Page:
An unforeseen interaction with law enforcement can be stress-inducing. It can be particularly true if you have not done anything illegal. Your interaction with police officers may have violated your civil rights.
If an officer took you into custody without a justifiable reason or prevented movement free from unnecessary obstruction, you may be able to sue them. There are many ways for people who have been wrongly taken into custody by law enforcement officials to return to their normal lives.
How Much Can I Sue For False Arrest?
The amount you can sue for false arrest varies depending on the severity of the offense and the damages you have suffered. For example, if you were wrongfully arrested and held for a short time, you may be entitled to compensation for the trouble and worry you experienced. However, if you were unlawfully detained for an extended period or subject to harsh conditions, you may also be able to recover punitive damages.
In wrongful arrest cases, the burden of proof lies on the police. Therefore, false statements by police are integral to finding probable cause to invalidate a warrant. If the arresting officers used excessive force, you might be able to sue for compensatory and punitive damages. Contact Stroleny Law P.A., to discuss the specifics of your case, and they will help file the police complaint to the lawful authority.
What Does A False Arrest Entail?
A false arrest occurs when law enforcement members restrict a person’s freedom of movement without power. Probable cause exists when facts or circumstances within the arresting officer’s knowledge lead a reasonable person to believe the individual has committed a crime.
If an arresting officer does not have probable cause to make an arrest, the arrest may be considered a false arrest. False arrests often occur when an individual is stopped by law enforcement and subsequently arrested without probable cause.
False arrests can also occur when an individual is arrested for a crime they did not commit. When individuals are subjected to a false arrest, they may suffer several adverse consequences. For example, the individual may be held in jail until they post bail or until arraignment.
You can also file a complaint with the Internal Affairs division of the law enforcement agency. If you have been falsely arrested, you must speak with an experienced civil rights attorney who can help you understand your legal options.
Financial Consequences of False Arrest
In Florida, a wrongfully arrested individual may sue the arresting authority for damages in a civil suit. A false arrest is a type of false imprisonment carried out by a public official, such as a police officer, sheriff, or security guard.
The tort of false imprisonment allows the victim to recover damages from the person or entity that committed the tort. For example, a false arrest claim can be brought against police officers, private security guards, and store employees. The key to a successful, false arrest claim is proving the arresting individual did not have probable cause to make the arrest.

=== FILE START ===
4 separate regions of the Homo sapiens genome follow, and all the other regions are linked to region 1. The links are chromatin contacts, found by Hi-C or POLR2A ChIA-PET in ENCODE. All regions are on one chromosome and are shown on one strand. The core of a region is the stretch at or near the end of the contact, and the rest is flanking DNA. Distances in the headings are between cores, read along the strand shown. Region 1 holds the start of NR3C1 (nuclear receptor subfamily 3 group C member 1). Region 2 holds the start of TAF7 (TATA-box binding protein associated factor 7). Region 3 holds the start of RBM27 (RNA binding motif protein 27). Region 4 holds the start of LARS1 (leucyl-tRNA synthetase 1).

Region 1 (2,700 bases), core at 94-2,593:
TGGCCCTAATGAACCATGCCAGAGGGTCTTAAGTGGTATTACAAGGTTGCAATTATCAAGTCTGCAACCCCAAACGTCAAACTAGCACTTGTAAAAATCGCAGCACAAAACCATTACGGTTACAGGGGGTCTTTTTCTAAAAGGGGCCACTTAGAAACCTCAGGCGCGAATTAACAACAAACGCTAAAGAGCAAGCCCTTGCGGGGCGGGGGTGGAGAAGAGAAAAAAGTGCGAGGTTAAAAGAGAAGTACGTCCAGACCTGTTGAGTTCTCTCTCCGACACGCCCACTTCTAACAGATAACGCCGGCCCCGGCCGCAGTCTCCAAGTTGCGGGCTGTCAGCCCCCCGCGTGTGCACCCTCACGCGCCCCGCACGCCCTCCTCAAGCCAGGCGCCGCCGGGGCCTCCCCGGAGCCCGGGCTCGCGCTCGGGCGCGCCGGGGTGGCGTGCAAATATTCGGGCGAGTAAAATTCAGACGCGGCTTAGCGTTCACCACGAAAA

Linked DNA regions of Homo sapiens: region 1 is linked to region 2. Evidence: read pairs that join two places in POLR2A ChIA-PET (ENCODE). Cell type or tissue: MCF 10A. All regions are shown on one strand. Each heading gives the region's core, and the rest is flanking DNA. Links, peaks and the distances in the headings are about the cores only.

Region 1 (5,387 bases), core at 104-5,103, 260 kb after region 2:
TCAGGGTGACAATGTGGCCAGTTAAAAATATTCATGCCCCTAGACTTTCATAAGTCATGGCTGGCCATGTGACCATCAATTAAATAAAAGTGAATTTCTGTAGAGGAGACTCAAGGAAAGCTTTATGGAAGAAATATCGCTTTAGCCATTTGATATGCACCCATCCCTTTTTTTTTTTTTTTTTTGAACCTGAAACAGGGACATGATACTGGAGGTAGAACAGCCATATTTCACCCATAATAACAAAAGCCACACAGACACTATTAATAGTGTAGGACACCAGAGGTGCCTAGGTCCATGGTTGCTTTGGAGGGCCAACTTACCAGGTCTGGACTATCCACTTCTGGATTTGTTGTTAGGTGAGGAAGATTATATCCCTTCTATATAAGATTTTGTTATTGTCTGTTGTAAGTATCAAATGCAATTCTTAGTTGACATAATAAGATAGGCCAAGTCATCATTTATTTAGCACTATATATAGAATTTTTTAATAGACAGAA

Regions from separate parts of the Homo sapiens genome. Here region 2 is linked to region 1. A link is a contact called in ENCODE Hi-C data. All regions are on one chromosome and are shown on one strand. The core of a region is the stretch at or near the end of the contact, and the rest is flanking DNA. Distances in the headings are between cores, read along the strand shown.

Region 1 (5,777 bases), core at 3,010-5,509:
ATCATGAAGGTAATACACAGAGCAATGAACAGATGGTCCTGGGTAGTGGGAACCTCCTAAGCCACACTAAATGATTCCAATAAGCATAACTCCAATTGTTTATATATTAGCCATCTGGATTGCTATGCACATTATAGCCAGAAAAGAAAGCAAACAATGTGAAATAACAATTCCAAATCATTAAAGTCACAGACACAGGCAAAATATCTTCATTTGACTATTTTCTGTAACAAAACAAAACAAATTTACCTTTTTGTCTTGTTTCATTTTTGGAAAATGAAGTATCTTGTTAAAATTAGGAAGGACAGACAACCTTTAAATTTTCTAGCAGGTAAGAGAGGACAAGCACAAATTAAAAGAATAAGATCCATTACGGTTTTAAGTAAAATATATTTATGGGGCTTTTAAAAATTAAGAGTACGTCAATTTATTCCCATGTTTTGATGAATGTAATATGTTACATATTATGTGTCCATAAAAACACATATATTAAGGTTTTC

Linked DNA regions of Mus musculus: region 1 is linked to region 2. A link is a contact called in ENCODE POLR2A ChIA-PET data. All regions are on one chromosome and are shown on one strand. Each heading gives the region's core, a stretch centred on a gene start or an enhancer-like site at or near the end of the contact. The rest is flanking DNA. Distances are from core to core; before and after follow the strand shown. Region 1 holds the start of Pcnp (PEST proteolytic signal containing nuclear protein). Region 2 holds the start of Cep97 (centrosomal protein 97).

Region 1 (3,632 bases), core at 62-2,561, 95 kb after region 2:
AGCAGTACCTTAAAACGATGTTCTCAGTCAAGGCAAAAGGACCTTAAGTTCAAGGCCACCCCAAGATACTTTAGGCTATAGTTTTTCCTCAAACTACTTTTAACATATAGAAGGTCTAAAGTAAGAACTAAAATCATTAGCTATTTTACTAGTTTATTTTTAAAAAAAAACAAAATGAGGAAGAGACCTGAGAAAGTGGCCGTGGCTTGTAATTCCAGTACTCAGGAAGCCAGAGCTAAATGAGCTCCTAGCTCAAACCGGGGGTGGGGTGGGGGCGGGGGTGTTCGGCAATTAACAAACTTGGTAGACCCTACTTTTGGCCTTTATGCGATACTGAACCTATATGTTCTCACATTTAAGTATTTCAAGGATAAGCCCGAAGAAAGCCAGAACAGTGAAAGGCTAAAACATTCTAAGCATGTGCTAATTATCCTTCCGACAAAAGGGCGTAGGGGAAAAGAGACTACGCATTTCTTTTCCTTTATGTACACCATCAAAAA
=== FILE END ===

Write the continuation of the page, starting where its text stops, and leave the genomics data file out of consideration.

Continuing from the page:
If you have been wrongfully arrested, you may be able to recover damages for the following:
- The cost of bail
- The cost of an attorney
- Court fees and fines
- Emotional distress
- Lost wages
- Other damages
How Much Compensation Will You Get If You Are Wrongfully Arrested?
Unlawful detention at the hands of police will drastically affect your life. That is why your compensation for an unlawful arrest can be significant. That amount starts at around $1000 per hour. This amount could increase depending on how long you were held in custody. Please speak with our Florida false arrest attorneys about your justice today.
What Rights Do I Have If I Am Arrested?
If you are arrested, Florida law enforcement is legally obligated to:
- Identify themselves as police
- Inform you that you are being detained
- Notify you what offense you have been charged with and why you have been arrested
- Inform you that you are unable to depart
According to Florida law, you have the following rights while in police custody:
- Understand why the police are detaining you
- Consult with a lawyer
- Request someone be informed of your location
- Use an interpreter if you do not speak English
- If you are deaf or have other auditory difficulties, you can receive assistance
- If you are sick or injured, you have the right to medical attention
- A letter of rights outlining your other rights while in custody, including food and bathroom breaks
Contact an experienced civil rights attorney to discuss your legal options if you believe you have been wrongfully arrested. Stroleny Law P.A. is dedicated to protecting individuals with criminal charges, including domestic violence or DUI. We cover Miami-Dade, the Miami area, and the state of Florida.
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